Mayor Eric Adams brushed aside bad press days after picking an activist with a checkered past as his “gun violence prevention czar,” instructing church-goers on Sunday to tell skeptics to “leave him alone.”
Speaking to congregants at Cornerstone Baptist Church in Brooklyn, Adams slammed the pharmaceutical and food industries, claiming they profit off black Americans — before saying he’s been unfairly looted by the media.
“People have been making money off of us. … People have been making so much money off of us. Now, I come along. I am not fighting against policies; I’m fighting against their profit,” he said at the conclusion of the 18-minute speech. “And what I’m saying and doing is hurting the bottom line of those systems that have eaten off of us for years.
“So that’s why you see all those negative stories in the paper about me,” the mayor added. “That’s why you hear all those attacks. That’s why you hear the constant ‘why Eric should not have been mayor.’ That is what you’re hearing.”
While Hizzoner didn’t elaborate on the unflattering coverage, his address came four days after he appointed Andre T. Mitchell as his “gun violence czar,” tasked with reducing Big Apple shootings.
In 2019, the city Department of Investigation found that Mitchell’s nonprofit Cure Violence — which has received $26.6 million in city funding since 2010 — had significant financial irregularities.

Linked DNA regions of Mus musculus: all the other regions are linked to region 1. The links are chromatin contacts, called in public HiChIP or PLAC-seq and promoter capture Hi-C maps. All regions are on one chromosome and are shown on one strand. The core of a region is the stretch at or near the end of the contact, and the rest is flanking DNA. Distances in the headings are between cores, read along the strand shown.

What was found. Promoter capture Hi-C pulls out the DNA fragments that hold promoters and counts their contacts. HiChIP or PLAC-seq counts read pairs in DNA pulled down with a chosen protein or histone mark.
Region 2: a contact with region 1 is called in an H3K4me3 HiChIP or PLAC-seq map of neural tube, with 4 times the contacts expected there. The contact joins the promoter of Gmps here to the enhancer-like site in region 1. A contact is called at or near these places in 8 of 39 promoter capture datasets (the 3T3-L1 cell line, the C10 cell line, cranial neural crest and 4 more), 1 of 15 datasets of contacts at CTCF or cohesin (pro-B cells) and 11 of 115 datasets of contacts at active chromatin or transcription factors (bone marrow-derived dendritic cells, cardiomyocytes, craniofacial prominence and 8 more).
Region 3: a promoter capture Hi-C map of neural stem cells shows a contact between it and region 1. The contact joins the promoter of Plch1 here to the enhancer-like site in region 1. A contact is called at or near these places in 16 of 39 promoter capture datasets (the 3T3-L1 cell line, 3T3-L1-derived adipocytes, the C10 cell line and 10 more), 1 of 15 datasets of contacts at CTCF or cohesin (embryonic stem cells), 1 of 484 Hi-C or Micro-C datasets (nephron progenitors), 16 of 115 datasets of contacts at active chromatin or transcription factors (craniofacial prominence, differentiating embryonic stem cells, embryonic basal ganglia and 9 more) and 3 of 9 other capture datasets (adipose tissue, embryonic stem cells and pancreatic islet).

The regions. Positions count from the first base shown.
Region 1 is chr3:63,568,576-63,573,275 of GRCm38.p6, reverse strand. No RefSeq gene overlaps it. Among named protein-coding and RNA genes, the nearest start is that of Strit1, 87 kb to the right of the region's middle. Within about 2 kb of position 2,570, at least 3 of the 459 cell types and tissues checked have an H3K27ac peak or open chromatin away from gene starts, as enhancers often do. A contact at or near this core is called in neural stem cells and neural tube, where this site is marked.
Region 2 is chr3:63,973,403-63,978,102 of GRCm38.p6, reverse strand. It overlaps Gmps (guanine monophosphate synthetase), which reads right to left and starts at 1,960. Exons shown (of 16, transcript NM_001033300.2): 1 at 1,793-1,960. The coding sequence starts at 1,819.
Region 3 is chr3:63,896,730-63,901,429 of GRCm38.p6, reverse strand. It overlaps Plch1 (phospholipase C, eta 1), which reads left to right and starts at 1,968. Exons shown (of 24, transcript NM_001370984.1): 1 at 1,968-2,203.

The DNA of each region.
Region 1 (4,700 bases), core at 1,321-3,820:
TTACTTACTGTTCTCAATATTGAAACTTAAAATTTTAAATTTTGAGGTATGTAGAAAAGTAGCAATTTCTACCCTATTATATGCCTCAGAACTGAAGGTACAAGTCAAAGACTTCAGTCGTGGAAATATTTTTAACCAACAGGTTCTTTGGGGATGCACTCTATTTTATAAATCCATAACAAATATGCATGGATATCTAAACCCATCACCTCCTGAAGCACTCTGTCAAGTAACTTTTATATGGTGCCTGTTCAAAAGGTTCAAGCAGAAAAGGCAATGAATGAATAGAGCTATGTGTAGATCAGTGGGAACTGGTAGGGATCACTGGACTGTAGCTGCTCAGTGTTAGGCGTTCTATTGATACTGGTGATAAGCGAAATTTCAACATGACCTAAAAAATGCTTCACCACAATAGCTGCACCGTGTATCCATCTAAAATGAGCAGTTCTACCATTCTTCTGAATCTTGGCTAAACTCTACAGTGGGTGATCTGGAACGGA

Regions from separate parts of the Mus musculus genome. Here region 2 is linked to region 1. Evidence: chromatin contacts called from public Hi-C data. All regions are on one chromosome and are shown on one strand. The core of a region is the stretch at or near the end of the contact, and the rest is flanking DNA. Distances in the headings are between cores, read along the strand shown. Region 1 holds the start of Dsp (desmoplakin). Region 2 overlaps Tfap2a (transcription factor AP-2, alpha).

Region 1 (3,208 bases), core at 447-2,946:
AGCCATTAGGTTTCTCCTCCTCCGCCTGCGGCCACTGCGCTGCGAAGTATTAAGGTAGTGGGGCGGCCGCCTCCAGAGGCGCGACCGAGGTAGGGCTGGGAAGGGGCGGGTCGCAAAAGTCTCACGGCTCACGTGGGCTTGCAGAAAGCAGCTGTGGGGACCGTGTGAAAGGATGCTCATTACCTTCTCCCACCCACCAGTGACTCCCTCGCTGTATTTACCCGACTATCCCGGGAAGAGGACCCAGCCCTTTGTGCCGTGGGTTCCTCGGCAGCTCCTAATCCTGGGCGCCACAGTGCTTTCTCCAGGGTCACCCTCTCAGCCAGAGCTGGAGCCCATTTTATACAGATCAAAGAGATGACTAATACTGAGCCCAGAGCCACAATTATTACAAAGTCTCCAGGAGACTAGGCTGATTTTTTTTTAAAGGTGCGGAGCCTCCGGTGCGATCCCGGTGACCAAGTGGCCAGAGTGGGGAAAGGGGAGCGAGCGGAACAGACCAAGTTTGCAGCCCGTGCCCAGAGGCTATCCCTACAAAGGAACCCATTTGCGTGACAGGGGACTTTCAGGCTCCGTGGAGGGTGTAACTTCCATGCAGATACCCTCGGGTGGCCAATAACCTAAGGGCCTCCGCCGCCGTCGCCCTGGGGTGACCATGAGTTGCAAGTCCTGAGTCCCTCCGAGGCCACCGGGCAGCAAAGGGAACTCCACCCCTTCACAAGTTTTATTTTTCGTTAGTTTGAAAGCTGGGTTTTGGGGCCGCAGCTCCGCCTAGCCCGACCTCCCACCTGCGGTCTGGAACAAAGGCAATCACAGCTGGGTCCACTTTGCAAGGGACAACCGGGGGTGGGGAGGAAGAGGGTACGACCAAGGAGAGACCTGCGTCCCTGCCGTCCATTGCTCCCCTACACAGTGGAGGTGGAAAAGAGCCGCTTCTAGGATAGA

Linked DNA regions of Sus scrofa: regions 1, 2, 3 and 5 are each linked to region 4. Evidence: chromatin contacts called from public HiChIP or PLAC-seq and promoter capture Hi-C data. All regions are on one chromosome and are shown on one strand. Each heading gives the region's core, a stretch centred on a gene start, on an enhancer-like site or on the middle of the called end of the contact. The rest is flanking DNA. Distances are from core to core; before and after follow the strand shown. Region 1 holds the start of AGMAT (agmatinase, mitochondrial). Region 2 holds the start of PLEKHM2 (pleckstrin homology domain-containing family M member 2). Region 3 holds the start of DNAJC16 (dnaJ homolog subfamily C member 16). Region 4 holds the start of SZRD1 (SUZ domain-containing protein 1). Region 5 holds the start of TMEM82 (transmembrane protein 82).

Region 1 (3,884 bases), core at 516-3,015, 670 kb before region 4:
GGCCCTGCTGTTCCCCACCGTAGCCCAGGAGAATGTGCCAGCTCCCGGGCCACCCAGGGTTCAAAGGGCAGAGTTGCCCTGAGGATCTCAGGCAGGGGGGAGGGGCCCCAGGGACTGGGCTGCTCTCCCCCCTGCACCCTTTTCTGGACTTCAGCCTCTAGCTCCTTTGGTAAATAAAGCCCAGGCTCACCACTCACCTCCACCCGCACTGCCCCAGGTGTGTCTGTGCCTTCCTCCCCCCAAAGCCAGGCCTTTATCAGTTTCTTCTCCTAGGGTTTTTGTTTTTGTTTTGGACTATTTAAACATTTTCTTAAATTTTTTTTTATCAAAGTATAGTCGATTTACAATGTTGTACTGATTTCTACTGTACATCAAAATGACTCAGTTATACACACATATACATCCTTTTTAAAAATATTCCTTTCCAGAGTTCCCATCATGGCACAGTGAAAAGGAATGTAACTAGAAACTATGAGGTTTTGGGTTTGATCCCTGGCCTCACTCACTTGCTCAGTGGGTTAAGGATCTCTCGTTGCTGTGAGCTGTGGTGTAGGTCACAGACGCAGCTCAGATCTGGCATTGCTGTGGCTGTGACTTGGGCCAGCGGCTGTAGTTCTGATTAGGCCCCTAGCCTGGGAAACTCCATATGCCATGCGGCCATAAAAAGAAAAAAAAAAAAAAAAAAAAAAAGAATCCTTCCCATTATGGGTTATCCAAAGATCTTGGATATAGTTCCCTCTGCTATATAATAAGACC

A probe found that Mitchell allegedly used money from the group for personal use and gave jobs to family members, news outlet The City reported at the time. During the last two years, more than $15,000 from credit card and delivery sales raised by an East New York coffee shop run by the group ended up in Mitchell’s personal bank account.
The Brownsville-raised Mitchell — who was convicted of first-degree manslaughter in 1988 for a killing that he says he did not commit — formed Man Up! more than a decade after being spoken in 1992.
On Sunday, Adams – whose base of support came from working- and middle-class parts of the outer boroughs during his mayoral Democratic primary victory last year – told the mostly black congregants of the Bedford-Stuyvesant church to tune out the negative press about him .
“And so when you have all those folks that are running around that look like us and buy into that philosophy, I need for you to say in a very godly way, ‘Negro, if you’re not going to help him, leave him alone and let him do his job,’” he said.
Also during his Sunday address, the mostly vegan mayor — who has said he reversed his Type 2 diabetes with a plant-based diet — encouraged those in the pews to adopt healthy eating habits.
“It’s not in our DNA; it’s in our dinner. It’s not in our lineage; it’s in our lunch. It’s not where we were born; it’s our breakfast,” said the salubrious former state senator, comparing junk food to crack cocaine in its addictiveness. “When I woke up, and my vision loss went away, nerve damage went away, the ulcer went away. I mean, it was such a powerful moment that all I had to do was alter my life.”
“I dropped 35 pounds. I tell people I don’t have a six pack; I have a case. My body is tight now,” he added with a laugh.